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Recreating the GitHub Contribution Graph with CSS Grid Layout

Ire Aderinokun sets out to build the GitHub contribution graph — that’s the table with lots of green squares indicating how much you’ve contributed to a project – with CSS Grid: As I always find while working with CSS Grid Layout, I end up with far less CSS than I would have using almost any other method. In this case, the layout-related part of my CSS ended up being less than 30 lines, with only 15 declarations! I’m so excited about posts like this because it shows just how much fun CSS Grid can be. Likewise, Jules Forrest has been making a number of brilliant experiments on this front where… Read More

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Take a coding quiz, get offers from top tech companies

(This is a sponsored post.) That’s how TripleByte works. The companies that find hires from TripleByte (like Dropbox, Apple, Reddit, Twitch, etc) don’t have as many underqualified applicants to sort through because they’ve come through a technical interview of sorts already. Direct Link to Article — Permalink Take a coding quiz, get offers from top tech companies is a post from CSS-Tricks

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Turn that frown upside down

I got an email that went like this (lightly edited for readability): CSS makes me sad. I’ve been programming web apps for more than a decade now. I can architect the thing, load every required data, make all the hops and jumps until I have a perfectly crafted piece of markup with relevant info. And then I need to put a box to the left of another box. Or add a scrollbar because a list is too big. Or, god forbid, center some text. I waste hours and feel worthless and sad. This only happens with CSS. I think this is a matter of practice. I bet you practice all… Read More

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Creating Cue Files from Markdown

Pretty specific, huh? While we’re going to do exactly what the title says, this post is more about a learning exercise and an example of getting help on the internet. My podcast editor, Chris Enns, is always looking for ways to improve his work and make podcasting better. One kinda cool way to do that is to offer “chapters” so that people can jump around in a podcast to specific points. Through TimeJump, we already offer that on the website itself. Those happen in the format of hash links like this: #t=12:18. Believe it or not, relative links like that, in the show notes, actually work in some podcatchers (podcast… Read More

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ABEM. A more useful adaptation of BEM.

BEM (Block Element Modifier) is a popular CSS class naming convention that makes CSS easier to maintain. This article assumes that you are already familiar with the naming convention. If not you can learn more about it at getbem.com to catch up on the basics. The standard syntax for BEM is: block-name__element-name–modifier-name I’m personally a massive fan of the methodology behind the naming convention. Separating your styles into small components is far easier to maintain than having a sea of high specificity spread all throughout your stylesheet. However, there are a few problems I have with the syntax that can cause issues in production as well as cause confusion for… Read More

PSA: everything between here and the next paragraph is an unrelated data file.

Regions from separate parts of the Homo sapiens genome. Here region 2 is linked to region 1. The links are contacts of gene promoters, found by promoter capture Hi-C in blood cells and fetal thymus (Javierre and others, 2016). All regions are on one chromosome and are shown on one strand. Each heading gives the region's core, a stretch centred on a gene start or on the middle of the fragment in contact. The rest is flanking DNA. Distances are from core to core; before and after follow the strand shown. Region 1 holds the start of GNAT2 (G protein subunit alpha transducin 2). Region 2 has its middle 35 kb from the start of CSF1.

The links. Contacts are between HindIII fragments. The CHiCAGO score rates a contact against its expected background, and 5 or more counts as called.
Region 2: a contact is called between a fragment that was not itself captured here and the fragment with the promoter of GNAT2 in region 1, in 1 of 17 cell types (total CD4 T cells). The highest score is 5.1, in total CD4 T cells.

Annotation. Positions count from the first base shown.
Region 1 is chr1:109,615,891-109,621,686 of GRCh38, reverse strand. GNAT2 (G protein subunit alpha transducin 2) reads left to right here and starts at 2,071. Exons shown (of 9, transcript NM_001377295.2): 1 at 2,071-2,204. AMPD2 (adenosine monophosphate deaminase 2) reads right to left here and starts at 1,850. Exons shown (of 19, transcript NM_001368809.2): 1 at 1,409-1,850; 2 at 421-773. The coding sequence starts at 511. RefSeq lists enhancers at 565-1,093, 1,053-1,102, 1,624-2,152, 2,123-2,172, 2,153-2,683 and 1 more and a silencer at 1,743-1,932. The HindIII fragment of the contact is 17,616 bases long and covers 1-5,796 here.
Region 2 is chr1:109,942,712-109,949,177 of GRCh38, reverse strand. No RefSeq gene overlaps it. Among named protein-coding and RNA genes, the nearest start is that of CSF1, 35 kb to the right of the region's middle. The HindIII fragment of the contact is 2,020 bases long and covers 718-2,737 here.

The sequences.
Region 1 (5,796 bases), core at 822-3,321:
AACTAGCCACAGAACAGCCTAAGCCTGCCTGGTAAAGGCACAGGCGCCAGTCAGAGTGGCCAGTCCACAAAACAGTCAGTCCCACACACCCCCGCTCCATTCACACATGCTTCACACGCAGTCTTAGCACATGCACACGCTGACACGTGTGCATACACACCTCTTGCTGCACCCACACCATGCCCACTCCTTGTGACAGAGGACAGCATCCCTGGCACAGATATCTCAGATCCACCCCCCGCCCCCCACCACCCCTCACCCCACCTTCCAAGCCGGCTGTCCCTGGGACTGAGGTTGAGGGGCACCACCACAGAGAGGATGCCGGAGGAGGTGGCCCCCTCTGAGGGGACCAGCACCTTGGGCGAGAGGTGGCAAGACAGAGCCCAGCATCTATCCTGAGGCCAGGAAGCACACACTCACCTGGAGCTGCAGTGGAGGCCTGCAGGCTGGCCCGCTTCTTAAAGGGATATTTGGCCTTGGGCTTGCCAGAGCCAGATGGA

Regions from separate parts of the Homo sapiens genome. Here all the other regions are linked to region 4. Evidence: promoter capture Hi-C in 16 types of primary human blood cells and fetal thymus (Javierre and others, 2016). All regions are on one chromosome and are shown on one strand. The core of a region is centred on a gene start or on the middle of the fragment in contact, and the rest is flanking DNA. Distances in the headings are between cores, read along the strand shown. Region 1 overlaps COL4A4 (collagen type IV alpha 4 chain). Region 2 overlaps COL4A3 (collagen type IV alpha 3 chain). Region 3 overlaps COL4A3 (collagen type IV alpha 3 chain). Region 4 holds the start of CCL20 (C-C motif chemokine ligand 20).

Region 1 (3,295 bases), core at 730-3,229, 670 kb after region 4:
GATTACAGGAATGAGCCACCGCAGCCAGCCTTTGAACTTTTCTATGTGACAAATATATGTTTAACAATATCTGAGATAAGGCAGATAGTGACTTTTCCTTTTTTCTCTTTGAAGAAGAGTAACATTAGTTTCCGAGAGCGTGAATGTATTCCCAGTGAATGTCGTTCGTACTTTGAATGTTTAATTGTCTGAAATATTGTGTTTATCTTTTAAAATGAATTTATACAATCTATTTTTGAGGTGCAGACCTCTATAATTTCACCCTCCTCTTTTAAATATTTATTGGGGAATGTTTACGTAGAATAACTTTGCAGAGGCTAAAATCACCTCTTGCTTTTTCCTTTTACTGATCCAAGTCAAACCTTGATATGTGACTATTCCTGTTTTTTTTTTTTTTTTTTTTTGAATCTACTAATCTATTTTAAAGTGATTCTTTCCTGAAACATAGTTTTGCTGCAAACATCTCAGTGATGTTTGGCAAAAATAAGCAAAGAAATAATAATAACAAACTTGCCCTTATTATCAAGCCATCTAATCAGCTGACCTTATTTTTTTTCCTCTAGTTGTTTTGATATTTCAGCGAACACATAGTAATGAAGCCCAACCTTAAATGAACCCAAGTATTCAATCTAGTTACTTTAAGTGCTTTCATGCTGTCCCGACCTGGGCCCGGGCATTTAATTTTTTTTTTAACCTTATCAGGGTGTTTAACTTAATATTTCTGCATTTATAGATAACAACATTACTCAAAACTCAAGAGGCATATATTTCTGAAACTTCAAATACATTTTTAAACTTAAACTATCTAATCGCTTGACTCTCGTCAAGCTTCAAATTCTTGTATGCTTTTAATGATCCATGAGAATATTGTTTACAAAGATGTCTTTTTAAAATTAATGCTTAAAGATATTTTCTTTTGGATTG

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An Open Source Etiquette Guidebook

Open source software is thriving. Large corporations are building on software that rests on open collaboration, enjoying the many benefits of significant community adoption. Free and open source software is amazing for its ability to bring together many people from all over the world, and join their efforts and skills by their interests. That said, and because we come from so many different backgrounds, it’s worth taking a moment to reflect on how we work together. The manner in which you conduct yourself while working with others can sometimes impact whether your work is merged, whether someone works on your issue, or in some cases, why you might be blocked… Read More

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Slate’s URLs Are Getting a Makeover

Greg Lavallee writes about a project currently underway at Slate, where they’ve defined a new goal for themselves: Our goal is speed: Readers should be able to get to what they want quickly, writers should be able to swiftly publish their posts, and developers should be able to code with speed. They’ve already started shipping a lot of neat improvements to the website but the part that really interests me is where they focus on redefining their URLs: As a web developer and product dabbler, I love URLs. URLs say a tremendous amount about an application’s structure, and their predictability is a testament to the elegance of the systems behind… Read More

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​HelloSign API: Your development time matters

(This is a sponsored post.) We know that no API can write your code for you, but ours comes close. We’ve placed great importance on making sure our API is the most developer-friendly API available — prioritizing clean documentation, an industry-first API dashboard for easy tracking and debugging, and trained API support engineers to personally assist with your integration.  Meaning, you won’t find an eSignature product with an easier or faster path to implementation.  It’s 2x faster than other eSignature APIs.   If you’re a business looking for a way to integrate eSignatures into your website or app, test drive HelloSign API for free today. Direct Link to Article — Permalink ​HelloSign API: Your… Read More